Archive for the ‘News commentary’ Category

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CIA: funding rebels doesn’t work

October 31, 2014

An internal review conducted by the CIA found that U.S. financing, training, and arming foreign fighters has seldom worked in the past 70 years. According to The New York Times (hat tip to Drugs and Thugs Blog), the Obama administration asked the CIA to report on the subject when the White House was considering whether to increase aid to Syrian rebels in 2012 and 2013. The CIA found that there was only one significant example of support to rebels that was effective in the short-term, which was aid to the Afghan mujahideen in the 1980s—an initiative now viewed as a long-term strategic blunder that contributed to the eventual rise of Al Qaeda and the Taliban.

Nevertheless, the Obama administration has shifted course and decided to arm and fund “vetted, moderate,” Syrian rebels anyway. Funding the rebels has likewise been championed by interventionists including John McCain, Lindsey Graham, and Hillary Clinton.

Other studies have shown even worse consequences than the CIA’s report. Rather than just being ineffective, such efforts tend to make matters worse according to Dr. Marc Lynch:

In general, external support for rebels almost always make wars longer, bloodier and harder to resolve (for more on this, see the proceedings of this Project on Middle East Political Science symposium in the free PDF download). Worse, as the University of Maryland’s David Cunningham has shown, Syria had most of the characteristics of the type of civil war in which external support for rebels is least effective…

Why are we choosing the least effective option?

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Arab Bank liable in Hamas money case

October 6, 2014

Litigation can help bankrupt terrorist groups by discouraging banks from providing them with account services. While banks like HSBC have gotten a lot of attention for weak compliance programs, there are some banks—particularly Gulf-based and sharia banks—that have purposefully funded terrorist groups out of shared sympathies or backscratching arrangements with the ruling monarchies. Jordan’s Arab Bank is one of them. Note that in this case, as in almost every other high-fatality terrorist operation in the past 20 years, a Saudi front charity is involved.

From ACAMS MoneyLaundering.com:

By Colby Adams and Kira Zalan

In the first trial of its kind, a federal court said Monday that Arab Bank is liable for deaths caused by Hamas and a Saudi charity that used its accounts to reward terrorism.

A jury in the Eastern District of New York ruled in the decade-old case that the Amman-based financial institution should pay the families of individuals killed by Hamas in reparation for providing banking services to the group’s leaders and facilitating payments to relatives of suicide bombers.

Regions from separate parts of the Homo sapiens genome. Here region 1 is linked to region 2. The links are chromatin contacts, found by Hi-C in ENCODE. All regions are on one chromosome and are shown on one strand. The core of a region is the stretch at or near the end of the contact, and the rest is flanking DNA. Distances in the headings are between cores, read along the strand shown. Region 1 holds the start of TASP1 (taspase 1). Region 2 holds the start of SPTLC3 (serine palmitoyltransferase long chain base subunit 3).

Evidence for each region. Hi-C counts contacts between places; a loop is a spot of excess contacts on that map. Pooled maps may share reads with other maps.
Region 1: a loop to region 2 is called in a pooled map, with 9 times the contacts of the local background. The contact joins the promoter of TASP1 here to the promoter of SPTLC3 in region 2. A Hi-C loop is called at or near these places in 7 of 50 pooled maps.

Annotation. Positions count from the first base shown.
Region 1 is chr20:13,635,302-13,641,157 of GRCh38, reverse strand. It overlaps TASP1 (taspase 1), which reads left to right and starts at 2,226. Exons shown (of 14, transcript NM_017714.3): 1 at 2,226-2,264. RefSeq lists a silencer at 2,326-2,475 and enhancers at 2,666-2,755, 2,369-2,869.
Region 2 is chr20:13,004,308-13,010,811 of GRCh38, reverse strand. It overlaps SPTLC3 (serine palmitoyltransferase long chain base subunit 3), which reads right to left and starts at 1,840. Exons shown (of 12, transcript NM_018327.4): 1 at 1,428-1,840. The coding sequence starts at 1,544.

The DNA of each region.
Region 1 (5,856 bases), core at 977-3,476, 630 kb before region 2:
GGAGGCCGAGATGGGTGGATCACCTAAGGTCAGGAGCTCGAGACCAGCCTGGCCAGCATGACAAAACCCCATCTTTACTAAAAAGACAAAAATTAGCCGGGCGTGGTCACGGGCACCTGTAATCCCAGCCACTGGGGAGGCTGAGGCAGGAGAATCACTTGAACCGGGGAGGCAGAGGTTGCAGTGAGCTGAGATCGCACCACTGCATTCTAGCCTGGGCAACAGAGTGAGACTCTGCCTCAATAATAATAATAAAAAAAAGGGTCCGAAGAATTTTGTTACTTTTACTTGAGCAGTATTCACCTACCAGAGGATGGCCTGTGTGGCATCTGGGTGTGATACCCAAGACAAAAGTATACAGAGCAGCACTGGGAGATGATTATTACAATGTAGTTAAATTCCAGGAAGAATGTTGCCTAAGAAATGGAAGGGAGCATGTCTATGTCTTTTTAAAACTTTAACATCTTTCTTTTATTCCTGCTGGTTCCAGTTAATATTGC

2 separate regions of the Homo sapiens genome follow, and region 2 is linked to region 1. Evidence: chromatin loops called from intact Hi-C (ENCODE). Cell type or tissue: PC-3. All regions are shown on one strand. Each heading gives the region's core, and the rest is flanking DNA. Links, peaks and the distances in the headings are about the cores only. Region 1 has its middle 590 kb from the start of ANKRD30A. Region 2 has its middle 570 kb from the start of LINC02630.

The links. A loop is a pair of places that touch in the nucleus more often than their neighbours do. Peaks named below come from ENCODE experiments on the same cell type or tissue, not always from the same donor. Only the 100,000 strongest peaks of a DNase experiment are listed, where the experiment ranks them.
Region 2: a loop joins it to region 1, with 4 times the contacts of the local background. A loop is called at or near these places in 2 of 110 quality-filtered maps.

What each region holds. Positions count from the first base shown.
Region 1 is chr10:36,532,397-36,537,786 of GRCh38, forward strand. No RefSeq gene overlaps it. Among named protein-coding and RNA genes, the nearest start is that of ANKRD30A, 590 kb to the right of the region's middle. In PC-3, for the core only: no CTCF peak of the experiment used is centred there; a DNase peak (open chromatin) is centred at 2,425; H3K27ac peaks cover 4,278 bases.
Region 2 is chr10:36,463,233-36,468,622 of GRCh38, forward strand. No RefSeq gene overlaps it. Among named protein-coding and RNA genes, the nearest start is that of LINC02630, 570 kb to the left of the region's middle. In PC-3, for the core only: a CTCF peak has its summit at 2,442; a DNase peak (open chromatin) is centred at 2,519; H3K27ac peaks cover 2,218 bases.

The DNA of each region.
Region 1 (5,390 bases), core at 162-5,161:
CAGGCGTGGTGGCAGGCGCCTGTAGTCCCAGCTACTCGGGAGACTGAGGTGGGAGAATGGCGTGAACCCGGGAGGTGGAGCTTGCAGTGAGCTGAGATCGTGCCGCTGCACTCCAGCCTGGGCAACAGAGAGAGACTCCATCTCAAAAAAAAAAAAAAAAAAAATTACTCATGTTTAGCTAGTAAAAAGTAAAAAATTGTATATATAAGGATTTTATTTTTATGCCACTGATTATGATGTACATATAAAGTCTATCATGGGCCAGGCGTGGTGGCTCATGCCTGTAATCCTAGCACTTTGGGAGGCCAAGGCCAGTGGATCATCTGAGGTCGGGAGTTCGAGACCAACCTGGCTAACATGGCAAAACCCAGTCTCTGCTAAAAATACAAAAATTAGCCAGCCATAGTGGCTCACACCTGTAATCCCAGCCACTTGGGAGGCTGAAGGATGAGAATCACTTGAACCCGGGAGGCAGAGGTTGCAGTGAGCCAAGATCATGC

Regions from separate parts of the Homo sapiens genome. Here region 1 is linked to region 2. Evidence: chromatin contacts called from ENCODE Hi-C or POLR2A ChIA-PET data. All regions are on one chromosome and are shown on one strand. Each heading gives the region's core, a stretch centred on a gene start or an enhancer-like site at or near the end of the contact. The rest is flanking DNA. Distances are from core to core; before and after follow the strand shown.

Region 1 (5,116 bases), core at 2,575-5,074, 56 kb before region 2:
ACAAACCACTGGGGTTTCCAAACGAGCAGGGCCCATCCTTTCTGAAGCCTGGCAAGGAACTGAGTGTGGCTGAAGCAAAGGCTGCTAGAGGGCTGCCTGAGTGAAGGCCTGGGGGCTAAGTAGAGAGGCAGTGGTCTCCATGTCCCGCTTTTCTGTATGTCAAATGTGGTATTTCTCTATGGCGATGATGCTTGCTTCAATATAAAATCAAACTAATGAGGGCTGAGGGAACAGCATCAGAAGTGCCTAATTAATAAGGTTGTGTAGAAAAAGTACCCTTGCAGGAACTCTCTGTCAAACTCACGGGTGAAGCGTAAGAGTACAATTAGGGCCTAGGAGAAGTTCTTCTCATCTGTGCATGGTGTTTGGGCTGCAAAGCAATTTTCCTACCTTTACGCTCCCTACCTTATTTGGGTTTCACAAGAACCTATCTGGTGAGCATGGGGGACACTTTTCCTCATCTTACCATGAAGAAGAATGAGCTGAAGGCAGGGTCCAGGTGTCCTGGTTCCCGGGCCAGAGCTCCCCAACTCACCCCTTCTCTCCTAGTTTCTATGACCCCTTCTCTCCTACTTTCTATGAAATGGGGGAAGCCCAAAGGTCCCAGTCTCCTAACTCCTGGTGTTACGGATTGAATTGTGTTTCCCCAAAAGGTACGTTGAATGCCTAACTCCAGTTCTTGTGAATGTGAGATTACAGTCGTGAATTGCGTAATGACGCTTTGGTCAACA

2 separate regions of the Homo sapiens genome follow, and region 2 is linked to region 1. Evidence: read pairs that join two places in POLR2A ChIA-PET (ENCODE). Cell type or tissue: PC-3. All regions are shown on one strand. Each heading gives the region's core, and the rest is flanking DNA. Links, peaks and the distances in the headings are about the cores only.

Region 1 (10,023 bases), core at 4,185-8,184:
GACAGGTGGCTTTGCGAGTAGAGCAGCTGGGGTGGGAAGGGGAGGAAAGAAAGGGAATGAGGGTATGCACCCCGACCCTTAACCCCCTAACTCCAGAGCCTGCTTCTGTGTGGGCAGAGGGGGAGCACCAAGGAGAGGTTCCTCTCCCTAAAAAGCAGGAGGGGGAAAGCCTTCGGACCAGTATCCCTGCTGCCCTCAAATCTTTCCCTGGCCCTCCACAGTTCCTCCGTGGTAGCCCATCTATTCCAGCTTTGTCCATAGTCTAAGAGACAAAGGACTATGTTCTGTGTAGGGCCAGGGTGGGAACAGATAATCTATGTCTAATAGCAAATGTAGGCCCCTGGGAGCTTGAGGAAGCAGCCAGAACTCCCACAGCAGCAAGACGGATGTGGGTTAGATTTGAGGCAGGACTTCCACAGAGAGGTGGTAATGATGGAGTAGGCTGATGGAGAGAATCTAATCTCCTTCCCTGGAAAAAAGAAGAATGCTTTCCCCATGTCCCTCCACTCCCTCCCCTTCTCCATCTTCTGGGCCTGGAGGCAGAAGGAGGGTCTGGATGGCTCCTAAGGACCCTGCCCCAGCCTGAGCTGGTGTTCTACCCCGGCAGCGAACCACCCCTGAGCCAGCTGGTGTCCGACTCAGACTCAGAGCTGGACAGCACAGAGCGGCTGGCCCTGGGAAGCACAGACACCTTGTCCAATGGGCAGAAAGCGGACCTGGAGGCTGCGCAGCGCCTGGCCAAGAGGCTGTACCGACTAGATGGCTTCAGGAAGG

Using Arab Bank accounts, the Saudi Committee in Support of the Intifada Al Quds offered the payments as a reward to the families of any Palestinian terrorist, regardless of group affiliation, according to the plaintiff’s attorneys, who said the program functioned with the financial institution’s consent…

Arab Bank will appeal.

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Sharia bank caught circulating counterfeits

October 5, 2014

Islami Bank Bangladesh, Ltd. (IBBL) has distributed counterfeit currency to a garment manufacturer that made a withdrawal to pay its employees’ wages, according to local police.

IBBL, the biggest sharia-compliant bank in Bangladesh, has previously been implicated by the government for diverting profits to terrorist groups as a form of corporate zakat, and is currently under a national investigation for its expenditures. The counterfeit scheme raises the possibility of wider fraudulent activities by IBBL that even previously suspected.

From the Dhaka Tribune on Sep. 14 (h/t Munazir):

Fake notes distributed by Islami Bank

The incident is brewing anger and distrust among that bank’s subscribers

Garments company Lumbini Ltd withdrew Tk50 crores to pay its employee-salary from Bandarban Islami Bank on Thursday September 11 in which thousands of bank notes were found to be fakes.

The company paid employee salary to its 24 sections, out of which the Finishing Section received 500k sixty three thousand where the most number of notes were found to be fakes.

On Saturday, after joining work, the employees complained about the fake bank notes which prompted the company to recover 1,000 fake notes from its 26 employees. Later, those 26 employees were repaid with genuine notes.

The latest news is that police is seizing all the paid salary. They believe, more fakes may be recovered once the seizing process is completed. Police has tightened security around the garments.

The incident is brewing anger and distrust among that bank’s subscribers.

Islami Bank Bandarban branch Manager Nurul Hossain Kauser has denied any allegation of distributing fake bank notes. Among Bandarban Hill Tracts’ 7 upazillas,  there is only one of Islami Bank branch at Bandarban town’s Masjid building.

Many other Islami Bank subscribers are coming out saying they also received fake notes from the bank before…